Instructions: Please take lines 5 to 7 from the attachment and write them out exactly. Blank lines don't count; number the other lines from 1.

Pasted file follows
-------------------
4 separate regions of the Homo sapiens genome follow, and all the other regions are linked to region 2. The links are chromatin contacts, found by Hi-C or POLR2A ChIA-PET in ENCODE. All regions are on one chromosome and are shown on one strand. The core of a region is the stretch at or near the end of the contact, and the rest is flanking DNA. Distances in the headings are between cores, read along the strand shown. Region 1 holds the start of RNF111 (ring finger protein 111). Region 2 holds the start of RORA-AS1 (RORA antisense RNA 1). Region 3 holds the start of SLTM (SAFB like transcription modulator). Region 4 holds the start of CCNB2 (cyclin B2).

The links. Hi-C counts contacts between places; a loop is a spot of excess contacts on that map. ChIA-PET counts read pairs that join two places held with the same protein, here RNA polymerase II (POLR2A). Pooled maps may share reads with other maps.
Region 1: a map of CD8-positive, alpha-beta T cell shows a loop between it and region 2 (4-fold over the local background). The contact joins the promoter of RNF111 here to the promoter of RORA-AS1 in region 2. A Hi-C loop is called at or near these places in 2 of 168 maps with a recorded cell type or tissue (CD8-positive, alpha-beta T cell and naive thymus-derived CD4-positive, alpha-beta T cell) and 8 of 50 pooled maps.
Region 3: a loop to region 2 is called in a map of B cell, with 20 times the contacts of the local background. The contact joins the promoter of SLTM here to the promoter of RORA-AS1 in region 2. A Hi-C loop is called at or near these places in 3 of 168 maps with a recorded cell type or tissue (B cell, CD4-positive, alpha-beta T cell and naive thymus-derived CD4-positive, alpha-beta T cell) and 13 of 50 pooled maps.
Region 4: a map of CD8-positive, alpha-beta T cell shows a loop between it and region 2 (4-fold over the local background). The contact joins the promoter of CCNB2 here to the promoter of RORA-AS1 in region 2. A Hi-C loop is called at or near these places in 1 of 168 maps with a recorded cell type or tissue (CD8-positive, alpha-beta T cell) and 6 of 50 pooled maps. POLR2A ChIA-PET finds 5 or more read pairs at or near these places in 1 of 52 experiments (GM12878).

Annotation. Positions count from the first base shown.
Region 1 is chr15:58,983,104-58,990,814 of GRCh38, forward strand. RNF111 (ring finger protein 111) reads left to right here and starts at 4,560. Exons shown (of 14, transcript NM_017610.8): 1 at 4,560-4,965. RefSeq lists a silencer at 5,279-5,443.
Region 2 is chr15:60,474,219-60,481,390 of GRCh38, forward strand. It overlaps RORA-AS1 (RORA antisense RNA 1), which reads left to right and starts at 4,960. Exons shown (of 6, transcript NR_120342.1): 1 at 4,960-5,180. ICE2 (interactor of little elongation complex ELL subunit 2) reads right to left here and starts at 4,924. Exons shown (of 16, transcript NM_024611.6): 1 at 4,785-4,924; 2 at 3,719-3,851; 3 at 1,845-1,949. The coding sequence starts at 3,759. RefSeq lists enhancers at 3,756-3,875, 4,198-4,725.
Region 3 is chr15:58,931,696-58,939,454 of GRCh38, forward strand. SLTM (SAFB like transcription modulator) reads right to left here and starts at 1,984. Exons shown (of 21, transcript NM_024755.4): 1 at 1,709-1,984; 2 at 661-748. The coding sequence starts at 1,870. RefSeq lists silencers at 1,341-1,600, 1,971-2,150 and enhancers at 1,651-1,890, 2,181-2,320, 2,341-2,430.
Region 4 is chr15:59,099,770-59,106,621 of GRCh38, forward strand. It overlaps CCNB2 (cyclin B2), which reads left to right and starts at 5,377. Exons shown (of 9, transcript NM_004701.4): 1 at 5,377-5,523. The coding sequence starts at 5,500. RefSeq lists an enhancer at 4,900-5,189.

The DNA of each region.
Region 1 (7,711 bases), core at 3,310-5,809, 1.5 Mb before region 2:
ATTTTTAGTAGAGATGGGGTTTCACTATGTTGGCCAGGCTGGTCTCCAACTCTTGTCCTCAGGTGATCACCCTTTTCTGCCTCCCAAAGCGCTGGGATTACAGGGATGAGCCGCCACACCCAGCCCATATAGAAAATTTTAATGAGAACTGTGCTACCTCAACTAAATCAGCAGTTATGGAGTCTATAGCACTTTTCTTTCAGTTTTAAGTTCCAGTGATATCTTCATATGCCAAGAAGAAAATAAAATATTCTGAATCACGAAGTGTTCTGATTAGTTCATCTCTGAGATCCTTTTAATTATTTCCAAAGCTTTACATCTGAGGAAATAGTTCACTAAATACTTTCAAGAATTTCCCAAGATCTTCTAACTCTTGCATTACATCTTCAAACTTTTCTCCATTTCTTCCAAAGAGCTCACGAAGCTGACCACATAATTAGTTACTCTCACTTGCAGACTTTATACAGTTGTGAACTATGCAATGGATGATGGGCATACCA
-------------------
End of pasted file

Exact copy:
Region 4: a map of CD8-positive, alpha-beta T cell shows a loop between it and region 2 (4-fold over the local background). The contact joins the promoter of CCNB2 here to the promoter of RORA-AS1 in region 2. A Hi-C loop is called at or near these places in 1 of 168 maps with a recorded cell type or tissue (CD8-positive, alpha-beta T cell) and 6 of 50 pooled maps. POLR2A ChIA-PET finds 5 or more read pairs at or near these places in 1 of 52 experiments (GM12878).

Annotation. Positions count from the first base shown.
Region 1 is chr15:58,983,104-58,990,814 of GRCh38, forward strand. RNF111 (ring finger protein 111) reads left to right here and starts at 4,560. Exons shown (of 14, transcript NM_017610.8): 1 at 4,560-4,965. RefSeq lists a silencer at 5,279-5,443.